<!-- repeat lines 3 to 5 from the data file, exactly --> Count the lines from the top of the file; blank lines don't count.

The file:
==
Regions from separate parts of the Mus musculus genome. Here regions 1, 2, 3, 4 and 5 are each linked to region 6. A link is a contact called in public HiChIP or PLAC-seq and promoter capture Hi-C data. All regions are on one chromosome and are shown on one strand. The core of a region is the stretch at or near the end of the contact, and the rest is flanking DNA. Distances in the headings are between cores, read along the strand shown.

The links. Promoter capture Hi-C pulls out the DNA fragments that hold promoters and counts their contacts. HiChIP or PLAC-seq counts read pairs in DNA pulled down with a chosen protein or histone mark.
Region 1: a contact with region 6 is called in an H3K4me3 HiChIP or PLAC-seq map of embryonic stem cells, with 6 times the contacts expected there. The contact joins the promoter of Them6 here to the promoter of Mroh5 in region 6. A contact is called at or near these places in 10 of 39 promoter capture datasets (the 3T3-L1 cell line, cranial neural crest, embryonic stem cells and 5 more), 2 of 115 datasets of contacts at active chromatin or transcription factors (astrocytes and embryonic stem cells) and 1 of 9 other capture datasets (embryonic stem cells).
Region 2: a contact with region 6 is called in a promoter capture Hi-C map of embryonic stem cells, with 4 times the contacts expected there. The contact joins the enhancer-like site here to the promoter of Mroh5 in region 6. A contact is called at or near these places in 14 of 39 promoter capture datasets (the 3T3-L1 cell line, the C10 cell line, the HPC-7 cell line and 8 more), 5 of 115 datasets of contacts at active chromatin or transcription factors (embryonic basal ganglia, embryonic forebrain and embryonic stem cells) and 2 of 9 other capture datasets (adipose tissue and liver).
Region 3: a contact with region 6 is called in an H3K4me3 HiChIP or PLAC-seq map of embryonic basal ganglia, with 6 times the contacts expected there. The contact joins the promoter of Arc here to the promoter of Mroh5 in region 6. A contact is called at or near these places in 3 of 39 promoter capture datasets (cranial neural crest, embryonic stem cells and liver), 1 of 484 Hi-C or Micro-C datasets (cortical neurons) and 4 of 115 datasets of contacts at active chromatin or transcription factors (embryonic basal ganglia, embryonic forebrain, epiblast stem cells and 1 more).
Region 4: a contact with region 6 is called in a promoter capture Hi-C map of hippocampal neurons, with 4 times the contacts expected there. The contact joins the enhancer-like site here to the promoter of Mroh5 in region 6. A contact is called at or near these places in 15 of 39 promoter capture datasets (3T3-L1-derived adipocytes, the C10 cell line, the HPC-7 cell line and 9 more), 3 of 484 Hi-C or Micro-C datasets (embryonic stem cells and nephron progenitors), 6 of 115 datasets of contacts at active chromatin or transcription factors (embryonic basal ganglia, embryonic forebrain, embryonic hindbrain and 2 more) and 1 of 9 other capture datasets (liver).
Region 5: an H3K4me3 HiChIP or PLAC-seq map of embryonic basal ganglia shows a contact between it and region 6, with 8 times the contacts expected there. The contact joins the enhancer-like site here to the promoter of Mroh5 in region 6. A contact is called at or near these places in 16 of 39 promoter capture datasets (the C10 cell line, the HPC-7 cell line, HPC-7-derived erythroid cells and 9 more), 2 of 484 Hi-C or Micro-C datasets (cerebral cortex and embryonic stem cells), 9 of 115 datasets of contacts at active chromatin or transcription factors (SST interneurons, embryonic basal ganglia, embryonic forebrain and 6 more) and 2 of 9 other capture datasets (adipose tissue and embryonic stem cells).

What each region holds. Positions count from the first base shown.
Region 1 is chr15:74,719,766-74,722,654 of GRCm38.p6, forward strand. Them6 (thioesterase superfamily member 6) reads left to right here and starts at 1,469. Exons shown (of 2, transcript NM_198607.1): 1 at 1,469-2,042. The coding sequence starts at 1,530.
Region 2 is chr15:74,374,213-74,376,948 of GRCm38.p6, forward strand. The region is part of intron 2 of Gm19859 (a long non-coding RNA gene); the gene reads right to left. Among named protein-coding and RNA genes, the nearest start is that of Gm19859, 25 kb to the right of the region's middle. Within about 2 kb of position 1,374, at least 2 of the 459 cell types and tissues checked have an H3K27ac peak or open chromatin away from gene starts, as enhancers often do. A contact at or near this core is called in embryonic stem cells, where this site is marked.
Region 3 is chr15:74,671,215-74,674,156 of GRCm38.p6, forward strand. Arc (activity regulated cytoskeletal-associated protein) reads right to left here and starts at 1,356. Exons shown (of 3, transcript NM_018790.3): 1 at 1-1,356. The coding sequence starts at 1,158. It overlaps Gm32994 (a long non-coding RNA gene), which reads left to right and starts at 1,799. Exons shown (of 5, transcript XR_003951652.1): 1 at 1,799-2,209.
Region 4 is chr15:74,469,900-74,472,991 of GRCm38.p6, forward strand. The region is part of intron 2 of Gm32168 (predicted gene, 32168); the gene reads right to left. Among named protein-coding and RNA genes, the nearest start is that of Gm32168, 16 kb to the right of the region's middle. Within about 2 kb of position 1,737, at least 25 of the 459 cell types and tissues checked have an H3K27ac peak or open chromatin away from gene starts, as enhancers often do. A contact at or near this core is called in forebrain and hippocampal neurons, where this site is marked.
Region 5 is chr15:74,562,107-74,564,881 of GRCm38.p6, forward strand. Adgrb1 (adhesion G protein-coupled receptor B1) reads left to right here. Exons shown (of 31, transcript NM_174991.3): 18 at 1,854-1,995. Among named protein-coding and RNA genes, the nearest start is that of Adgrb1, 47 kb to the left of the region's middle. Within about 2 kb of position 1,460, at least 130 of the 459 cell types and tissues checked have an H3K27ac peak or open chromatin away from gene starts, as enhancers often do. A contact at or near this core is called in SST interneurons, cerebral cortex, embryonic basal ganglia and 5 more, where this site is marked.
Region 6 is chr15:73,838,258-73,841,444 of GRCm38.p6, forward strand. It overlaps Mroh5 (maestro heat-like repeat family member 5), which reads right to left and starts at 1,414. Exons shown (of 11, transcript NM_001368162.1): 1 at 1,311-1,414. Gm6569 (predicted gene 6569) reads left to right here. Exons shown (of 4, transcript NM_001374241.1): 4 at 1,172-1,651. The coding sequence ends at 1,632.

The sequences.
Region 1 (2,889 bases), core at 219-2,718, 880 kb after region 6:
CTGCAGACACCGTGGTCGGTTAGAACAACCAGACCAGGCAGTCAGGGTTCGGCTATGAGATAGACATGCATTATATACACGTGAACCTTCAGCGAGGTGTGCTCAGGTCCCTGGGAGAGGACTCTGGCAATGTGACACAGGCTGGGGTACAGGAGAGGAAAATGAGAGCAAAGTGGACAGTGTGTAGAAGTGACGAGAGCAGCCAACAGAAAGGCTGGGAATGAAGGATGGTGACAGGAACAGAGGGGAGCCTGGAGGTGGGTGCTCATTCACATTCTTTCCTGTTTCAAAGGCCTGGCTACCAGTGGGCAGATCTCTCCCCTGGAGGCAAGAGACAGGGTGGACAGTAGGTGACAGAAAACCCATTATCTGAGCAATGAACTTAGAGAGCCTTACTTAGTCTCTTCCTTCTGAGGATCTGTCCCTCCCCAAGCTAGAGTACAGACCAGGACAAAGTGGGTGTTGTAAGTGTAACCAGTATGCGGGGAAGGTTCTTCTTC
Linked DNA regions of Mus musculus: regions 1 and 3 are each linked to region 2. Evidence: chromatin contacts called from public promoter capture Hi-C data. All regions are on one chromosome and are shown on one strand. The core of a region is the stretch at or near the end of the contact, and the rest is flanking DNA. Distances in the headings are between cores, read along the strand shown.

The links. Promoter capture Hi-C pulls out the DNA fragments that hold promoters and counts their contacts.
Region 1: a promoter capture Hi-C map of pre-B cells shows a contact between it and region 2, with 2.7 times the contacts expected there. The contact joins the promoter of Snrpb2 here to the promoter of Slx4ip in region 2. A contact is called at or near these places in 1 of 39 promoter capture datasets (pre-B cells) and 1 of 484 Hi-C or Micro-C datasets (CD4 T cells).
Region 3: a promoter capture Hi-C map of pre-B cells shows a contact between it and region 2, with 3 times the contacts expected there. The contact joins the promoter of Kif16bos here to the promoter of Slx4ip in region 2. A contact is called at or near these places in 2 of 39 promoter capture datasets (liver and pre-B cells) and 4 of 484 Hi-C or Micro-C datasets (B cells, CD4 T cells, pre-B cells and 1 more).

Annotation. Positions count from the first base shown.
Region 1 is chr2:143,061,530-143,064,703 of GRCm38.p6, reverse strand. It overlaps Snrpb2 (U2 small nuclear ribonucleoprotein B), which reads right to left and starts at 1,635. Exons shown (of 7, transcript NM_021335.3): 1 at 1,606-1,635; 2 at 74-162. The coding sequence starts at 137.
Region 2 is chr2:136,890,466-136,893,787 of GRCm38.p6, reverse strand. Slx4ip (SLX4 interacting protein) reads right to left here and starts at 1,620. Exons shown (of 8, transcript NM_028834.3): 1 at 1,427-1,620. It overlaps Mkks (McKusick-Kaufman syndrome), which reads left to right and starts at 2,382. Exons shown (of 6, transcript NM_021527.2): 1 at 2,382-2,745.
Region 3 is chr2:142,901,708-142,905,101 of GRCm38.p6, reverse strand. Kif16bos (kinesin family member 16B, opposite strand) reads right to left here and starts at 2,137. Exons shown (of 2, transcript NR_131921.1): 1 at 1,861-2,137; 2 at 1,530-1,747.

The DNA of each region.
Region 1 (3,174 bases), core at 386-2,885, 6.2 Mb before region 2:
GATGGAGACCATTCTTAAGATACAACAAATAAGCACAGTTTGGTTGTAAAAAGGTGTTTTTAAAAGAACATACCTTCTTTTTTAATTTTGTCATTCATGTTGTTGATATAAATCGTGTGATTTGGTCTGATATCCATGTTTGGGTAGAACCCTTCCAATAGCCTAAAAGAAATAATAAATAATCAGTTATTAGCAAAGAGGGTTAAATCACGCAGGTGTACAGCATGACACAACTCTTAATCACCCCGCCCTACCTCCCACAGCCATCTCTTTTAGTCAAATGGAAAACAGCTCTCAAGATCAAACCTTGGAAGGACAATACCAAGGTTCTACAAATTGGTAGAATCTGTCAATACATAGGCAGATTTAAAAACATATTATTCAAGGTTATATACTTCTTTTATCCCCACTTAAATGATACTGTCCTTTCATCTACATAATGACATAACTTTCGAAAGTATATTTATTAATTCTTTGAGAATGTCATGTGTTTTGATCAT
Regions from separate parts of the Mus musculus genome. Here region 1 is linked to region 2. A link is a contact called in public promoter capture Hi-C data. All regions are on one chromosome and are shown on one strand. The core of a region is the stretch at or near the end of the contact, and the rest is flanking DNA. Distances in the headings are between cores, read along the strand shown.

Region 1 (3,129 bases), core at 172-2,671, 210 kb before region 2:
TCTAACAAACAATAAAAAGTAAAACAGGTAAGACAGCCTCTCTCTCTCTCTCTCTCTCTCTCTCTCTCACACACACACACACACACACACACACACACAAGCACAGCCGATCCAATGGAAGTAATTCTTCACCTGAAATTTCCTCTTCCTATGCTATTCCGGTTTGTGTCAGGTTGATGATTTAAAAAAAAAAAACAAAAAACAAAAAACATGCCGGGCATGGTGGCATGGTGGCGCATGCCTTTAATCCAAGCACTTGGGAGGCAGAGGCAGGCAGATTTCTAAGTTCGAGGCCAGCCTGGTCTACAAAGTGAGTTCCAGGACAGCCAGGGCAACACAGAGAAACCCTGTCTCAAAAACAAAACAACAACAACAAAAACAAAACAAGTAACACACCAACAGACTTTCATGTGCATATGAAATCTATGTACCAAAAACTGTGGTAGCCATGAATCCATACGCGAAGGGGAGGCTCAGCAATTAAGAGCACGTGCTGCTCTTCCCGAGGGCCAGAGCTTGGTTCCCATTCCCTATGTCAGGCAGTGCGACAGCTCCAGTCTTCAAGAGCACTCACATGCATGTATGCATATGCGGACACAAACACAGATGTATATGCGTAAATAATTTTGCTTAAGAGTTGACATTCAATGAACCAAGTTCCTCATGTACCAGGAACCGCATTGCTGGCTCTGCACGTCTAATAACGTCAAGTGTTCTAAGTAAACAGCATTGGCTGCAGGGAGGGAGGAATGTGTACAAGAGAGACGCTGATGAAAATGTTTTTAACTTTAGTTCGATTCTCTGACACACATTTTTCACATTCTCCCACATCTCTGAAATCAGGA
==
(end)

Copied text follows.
Region 1: a contact with region 6 is called in an H3K4me3 HiChIP or PLAC-seq map of embryonic stem cells, with 6 times the contacts expected there. The contact joins the promoter of Them6 here to the promoter of Mroh5 in region 6. A contact is called at or near these places in 10 of 39 promoter capture datasets (the 3T3-L1 cell line, cranial neural crest, embryonic stem cells and 5 more), 2 of 115 datasets of contacts at active chromatin or transcription factors (astrocytes and embryonic stem cells) and 1 of 9 other capture datasets (embryonic stem cells).
Region 2: a contact with region 6 is called in a promoter capture Hi-C map of embryonic stem cells, with 4 times the contacts expected there. The contact joins the enhancer-like site here to the promoter of Mroh5 in region 6. A contact is called at or near these places in 14 of 39 promoter capture datasets (the 3T3-L1 cell line, the C10 cell line, the HPC-7 cell line and 8 more), 5 of 115 datasets of contacts at active chromatin or transcription factors (embryonic basal ganglia, embryonic forebrain and embryonic stem cells) and 2 of 9 other capture datasets (adipose tissue and liver).
Region 3: a contact with region 6 is called in an H3K4me3 HiChIP or PLAC-seq map of embryonic basal ganglia, with 6 times the contacts expected there. The contact joins the promoter of Arc here to the promoter of Mroh5 in region 6. A contact is called at or near these places in 3 of 39 promoter capture datasets (cranial neural crest, embryonic stem cells and liver), 1 of 484 Hi-C or Micro-C datasets (cortical neurons) and 4 of 115 datasets of contacts at active chromatin or transcription factors (embryonic basal ganglia, embryonic forebrain, epiblast stem cells and 1 more).